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Domestic Violence and Homelessness Links ‘Disturbing’ – Study


Tuesday, 27th November 2012 at 9:26 am
Staff Reporter
One in two women who leave an abusive relationship will return to live with the perpetrator, sometimes returning five or more times, new research has revealed.


Tuesday, 27th November 2012
at 9:26 am
Staff Reporter


1 Comments


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Domestic Violence and Homelessness Links ‘Disturbing’ – Study
Tuesday, 27th November 2012 at 9:26 am

New research has linked domestic violence and homelessness. 

One in two women who leave an abusive relationship will return to live with the perpetrator, sometimes returning five or more times, new research has revealed.

The research into domestic violence and homelessness Reducing the Need for Women and Children to Make Repeated Use of Refuge and Other Crisis Accommodation was conducted by Swinburne University of Technology.

The Minister for Housing and Homelessness Brendan O’Connor and the Minister for the Status of Women Julie Collins released the study to coincide with White Ribbon Day.

The Ministers said the research showed the need for innovative models of intervention that allow women and their children to stay in the family home while keeping the perpetrator safely away.

Minister O’Connor said the results of the research were “truly disturbing”.

“In a wealthy and civilised nation like Australia, it is unacceptable that women have to return to an abusive home because the alternative is to sleep in their car with their kids,” O’Connor said.

“For some women, there is just not enough support for them to leave the family home, while for many, the prospect of being abused seems preferable to letting their children become homeless.”

The research investigated a number of innovative models across Australia and England which allow women and children who have experienced domestic violence to remain safely in their homes by excluding the perpetrator and providing a combination of housing, judicial and support services.

The research advocates for these early intervention and integrated services, but says there is inconsistent service provided in each location and calls for more services to be established nationally.

The authors of the report also call for collaboration between police and support workers to be a formal process and for a common risk assessment tool to be adopted throughout Australia to ensure consistency for women and children experiencing domestic violence .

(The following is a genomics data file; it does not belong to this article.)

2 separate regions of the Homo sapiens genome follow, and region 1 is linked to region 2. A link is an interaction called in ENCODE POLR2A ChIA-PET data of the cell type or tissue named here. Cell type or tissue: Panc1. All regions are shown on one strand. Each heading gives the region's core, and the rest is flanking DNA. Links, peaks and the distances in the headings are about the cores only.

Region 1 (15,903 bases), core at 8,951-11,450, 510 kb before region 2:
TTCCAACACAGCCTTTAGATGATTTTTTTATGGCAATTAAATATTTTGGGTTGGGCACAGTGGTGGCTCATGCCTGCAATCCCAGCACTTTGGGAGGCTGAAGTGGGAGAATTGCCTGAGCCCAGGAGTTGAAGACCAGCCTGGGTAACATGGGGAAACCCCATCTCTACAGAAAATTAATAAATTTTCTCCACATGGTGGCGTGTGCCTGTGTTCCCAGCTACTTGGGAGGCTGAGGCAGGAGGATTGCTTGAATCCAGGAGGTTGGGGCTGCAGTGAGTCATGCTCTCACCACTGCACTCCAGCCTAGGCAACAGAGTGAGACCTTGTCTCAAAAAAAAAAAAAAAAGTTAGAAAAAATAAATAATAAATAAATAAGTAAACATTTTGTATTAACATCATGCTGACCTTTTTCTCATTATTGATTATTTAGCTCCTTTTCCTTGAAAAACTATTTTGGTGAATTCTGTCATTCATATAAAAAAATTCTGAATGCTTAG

“The government acknowledges that domestic and family violence continues to be a major driver of homelessness,” O’Connor said.

“The National Plan to Reduce Violence against Women and their Children 2010-2022 is a single, unified strategy that brings together government efforts to reduce violence against women, with a strong focus on prevention.”

Reducing the Need for Women and Children to Make Repeated Use of Refuge and Other Crisis Accommodation was funded through the Federal Government’s $11.4 million National Homelessness Research Agenda.




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One Comment

  • Rob Evers Rob Evers says:

    The article in Pro-Bono Australia News, “Domestic Violence and Homelessness Links ‘Disturbing’ (Tuesday 27th November), reveals the single largest cause of homelessness.

    Although I have not had the opportunity to read the report in full, as the CEO of Wesley Mission Victoria, I am all too familiar with the witnessing the devastating impact of domestic violence on women and children.

    Early intervention and an integrated model of service delivery is a key part of tackling the far-reaching and profound impact of domestic violence on women and children.

    Wesley is a major provider of Homelessness and Support Services (WHSS) in the eastern suburbs of Melbourne to women and children escaping family violence, and has partnered with the Safe Futures Foundation, to develop proactive, innovative and responsive service models to better support women and children who have experienced family violence.

    Safe Futures and Wesley Mission Victoria bring together an extensive network of pre-established partnerships, alliances, networks and relationships that cuts across all other service sectors. In order to further enhance outcomes for clients, staff from both organisations are working to bring the required services together to improve access, action and responsiveness from services to family violence clients.

    The partnership also focuses on developing early intervention strategies to identify women and children deemed ‘at-risk’ of domestic violence, while ensuring they remain connected to their own communities and to ensure maintain a sense of wellbeing and empowerment.

    Rob Evers
    CEO, Wesley Mission Victoria

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